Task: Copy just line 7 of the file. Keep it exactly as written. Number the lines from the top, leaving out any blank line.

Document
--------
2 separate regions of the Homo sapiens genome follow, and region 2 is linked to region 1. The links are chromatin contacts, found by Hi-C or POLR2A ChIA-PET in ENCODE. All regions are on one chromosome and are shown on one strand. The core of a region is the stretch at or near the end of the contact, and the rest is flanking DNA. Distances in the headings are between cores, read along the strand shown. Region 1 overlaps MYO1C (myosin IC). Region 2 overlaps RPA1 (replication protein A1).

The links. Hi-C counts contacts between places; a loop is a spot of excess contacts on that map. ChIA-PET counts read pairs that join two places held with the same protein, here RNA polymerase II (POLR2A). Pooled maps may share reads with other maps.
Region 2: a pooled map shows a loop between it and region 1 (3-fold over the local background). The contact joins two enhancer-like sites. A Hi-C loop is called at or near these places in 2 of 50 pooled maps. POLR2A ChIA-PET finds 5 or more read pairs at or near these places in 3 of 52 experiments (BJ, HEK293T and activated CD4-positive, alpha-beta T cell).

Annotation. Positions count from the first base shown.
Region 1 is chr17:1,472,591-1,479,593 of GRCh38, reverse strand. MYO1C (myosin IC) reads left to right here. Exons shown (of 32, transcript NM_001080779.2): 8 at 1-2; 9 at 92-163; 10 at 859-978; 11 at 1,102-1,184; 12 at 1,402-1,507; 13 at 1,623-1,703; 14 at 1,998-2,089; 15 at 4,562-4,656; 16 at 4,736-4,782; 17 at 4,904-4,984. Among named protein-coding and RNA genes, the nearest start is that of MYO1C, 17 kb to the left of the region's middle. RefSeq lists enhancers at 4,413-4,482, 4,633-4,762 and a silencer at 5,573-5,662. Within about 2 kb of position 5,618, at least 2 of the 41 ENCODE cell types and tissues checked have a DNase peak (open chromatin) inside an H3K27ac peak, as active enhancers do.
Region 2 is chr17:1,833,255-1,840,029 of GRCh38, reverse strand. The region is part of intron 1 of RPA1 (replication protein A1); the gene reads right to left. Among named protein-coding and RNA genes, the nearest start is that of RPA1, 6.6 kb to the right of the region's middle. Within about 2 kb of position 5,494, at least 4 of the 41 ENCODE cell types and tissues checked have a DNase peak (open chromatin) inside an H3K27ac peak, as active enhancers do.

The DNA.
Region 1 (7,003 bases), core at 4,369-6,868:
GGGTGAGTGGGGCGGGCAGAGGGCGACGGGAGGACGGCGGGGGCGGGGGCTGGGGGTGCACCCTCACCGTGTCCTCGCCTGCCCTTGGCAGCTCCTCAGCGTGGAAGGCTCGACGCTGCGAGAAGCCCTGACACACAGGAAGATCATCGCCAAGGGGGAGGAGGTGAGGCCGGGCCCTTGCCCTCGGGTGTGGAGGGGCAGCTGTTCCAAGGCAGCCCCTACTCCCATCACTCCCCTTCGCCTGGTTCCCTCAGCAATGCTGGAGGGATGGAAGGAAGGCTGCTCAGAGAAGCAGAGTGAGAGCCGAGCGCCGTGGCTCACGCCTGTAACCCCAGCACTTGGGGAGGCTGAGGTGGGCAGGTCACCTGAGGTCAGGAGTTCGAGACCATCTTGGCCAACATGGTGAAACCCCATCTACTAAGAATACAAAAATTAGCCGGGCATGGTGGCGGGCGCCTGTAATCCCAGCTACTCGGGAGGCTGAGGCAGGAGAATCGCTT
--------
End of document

The DNA.